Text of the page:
Speculative Betas

84 Pages Posted: 3 Dec 2011 Last revised: 21 Nov 2015

Harrison G. Hong

Columbia University, Graduate School of Arts and Sciences, Department of Economics; National Bureau of Economic Research (NBER)

David Alexandre Sraer

University of California, Berkeley; Princeton University

Multiple version iconThere are 2 versions of this paper

Date Written: June 15, 2015

Abstract

The risk and return trade-off, the cornerstone of modern asset pricing theory, is often of the wrong sign. Our explanation is that high beta assets are more prone to speculative overpricing than low beta ones. When investors disagree about the prospects of the stock market, high beta assets are more sensitive to this aggregate disagreement and experience a greater divergence of opinion about their payoffs. These assets experience speculative demand from optimistic investors. Short-sales constraints then result in these high beta assets being over-priced. When aggregate disagreement is high, expected returns can actually decrease with beta, especially for stocks with low idiosyncratic variance and hence where the cost of taking speculative positions is smaller. We confirm our theory using a measure of disagreement about stock market earnings.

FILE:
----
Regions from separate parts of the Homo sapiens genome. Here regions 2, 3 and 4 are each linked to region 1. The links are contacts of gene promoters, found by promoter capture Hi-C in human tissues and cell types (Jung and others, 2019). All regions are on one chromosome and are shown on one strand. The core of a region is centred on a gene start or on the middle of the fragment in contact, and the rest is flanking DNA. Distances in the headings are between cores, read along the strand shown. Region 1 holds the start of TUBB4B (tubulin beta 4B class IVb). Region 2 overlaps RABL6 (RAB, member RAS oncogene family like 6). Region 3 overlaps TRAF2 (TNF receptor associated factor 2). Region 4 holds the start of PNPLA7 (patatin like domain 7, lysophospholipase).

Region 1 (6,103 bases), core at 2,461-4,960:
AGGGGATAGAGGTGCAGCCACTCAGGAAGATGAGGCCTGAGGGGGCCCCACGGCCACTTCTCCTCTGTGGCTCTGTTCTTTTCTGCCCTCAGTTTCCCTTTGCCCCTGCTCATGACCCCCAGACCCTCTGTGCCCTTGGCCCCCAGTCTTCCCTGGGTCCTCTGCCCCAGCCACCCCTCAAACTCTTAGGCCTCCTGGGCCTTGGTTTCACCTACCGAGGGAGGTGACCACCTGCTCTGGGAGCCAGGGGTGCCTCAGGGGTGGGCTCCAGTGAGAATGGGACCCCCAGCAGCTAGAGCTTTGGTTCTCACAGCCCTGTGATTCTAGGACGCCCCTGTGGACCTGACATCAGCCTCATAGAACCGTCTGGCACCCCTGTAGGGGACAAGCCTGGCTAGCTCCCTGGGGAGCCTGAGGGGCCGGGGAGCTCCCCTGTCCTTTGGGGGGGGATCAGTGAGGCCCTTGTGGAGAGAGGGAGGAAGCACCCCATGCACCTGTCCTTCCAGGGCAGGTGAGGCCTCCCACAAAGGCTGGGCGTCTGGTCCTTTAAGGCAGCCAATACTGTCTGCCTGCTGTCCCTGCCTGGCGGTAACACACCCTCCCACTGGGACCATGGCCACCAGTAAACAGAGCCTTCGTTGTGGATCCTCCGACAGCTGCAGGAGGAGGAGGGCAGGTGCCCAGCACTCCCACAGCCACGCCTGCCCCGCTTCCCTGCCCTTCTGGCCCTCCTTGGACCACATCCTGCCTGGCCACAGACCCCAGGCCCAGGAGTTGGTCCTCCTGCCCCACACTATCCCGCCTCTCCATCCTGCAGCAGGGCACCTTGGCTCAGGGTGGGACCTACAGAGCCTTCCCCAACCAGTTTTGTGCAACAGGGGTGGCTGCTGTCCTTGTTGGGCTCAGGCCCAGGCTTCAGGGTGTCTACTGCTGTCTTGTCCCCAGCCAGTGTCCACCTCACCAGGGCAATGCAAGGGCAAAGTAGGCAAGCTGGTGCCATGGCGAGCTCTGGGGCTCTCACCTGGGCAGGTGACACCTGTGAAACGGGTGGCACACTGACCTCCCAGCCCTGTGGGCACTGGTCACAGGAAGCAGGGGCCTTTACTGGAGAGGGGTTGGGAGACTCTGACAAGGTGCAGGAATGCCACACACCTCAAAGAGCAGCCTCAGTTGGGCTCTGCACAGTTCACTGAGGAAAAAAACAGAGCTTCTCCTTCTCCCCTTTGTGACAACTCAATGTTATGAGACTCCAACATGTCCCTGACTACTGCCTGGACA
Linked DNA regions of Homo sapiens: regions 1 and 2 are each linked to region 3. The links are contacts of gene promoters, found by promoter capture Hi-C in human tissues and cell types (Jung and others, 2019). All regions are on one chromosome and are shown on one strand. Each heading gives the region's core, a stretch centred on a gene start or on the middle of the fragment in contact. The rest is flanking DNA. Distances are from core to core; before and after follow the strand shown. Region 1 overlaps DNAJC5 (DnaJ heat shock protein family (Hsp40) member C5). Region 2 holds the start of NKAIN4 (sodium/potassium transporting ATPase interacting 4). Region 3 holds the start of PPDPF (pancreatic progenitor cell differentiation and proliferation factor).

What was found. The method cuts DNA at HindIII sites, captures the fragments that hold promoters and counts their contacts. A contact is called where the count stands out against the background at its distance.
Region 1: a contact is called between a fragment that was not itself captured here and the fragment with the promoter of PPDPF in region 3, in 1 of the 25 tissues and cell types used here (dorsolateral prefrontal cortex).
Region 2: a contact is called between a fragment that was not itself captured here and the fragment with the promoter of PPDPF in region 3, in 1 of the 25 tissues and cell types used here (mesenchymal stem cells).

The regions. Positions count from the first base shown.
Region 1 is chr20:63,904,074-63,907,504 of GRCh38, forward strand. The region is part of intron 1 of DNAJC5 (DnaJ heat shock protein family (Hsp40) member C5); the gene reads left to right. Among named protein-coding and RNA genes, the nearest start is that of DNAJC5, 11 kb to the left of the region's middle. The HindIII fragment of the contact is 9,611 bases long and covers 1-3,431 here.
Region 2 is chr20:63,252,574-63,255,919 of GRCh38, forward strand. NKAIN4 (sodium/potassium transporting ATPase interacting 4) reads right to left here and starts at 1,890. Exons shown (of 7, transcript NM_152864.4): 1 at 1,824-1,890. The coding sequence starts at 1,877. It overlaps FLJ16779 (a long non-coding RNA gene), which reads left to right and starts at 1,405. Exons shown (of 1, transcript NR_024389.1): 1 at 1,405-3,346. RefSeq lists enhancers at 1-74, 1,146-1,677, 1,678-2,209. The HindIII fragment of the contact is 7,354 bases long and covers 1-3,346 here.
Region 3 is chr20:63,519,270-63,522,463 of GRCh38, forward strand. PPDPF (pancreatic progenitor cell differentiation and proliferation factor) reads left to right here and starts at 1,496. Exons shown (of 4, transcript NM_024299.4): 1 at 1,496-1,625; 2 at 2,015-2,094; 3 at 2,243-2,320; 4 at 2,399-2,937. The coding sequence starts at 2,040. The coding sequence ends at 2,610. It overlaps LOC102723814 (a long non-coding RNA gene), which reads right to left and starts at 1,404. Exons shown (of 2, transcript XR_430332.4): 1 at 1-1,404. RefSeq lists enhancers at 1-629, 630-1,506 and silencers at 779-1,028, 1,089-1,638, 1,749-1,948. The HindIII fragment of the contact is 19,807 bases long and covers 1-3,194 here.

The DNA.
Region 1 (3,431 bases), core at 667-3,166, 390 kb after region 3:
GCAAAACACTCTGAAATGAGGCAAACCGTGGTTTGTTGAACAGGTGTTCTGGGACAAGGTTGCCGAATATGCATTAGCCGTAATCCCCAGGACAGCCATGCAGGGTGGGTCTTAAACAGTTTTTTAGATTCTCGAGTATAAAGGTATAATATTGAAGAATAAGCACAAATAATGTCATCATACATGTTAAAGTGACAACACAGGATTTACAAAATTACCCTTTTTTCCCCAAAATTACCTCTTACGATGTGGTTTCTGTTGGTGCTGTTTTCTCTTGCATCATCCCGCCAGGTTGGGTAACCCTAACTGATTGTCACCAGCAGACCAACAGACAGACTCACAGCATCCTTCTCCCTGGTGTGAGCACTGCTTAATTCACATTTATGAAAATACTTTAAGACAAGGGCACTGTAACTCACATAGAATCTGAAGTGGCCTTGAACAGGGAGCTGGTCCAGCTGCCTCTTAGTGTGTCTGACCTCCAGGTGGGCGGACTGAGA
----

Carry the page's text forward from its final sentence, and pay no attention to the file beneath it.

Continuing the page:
Suggested Citation

Hong, Harrison G. and Sraer, David Alexandre, Speculative Betas (June 15, 2015). Journal of Finance, Forthcoming. Available at SSRN: https://ssrn.com/abstract=1967462 or http://dx.doi.org/10.2139/ssrn.1967462

Harrison G. Hong (Contact Author)

Columbia University, Graduate School of Arts and Sciences, Department of Economics ( email )

420 W. 118th Street
New York, NY 10027
United States

National Bureau of Economic Research (NBER)

1050 Massachusetts Avenue
Cambridge, MA 02138
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David Alexandre Sraer

University of California, Berkeley ( email )

310 Barrows Hall
Berkeley, CA 94720
United States

Princeton University ( email )

22 Chambers Street
Princeton, NJ 08544
United States

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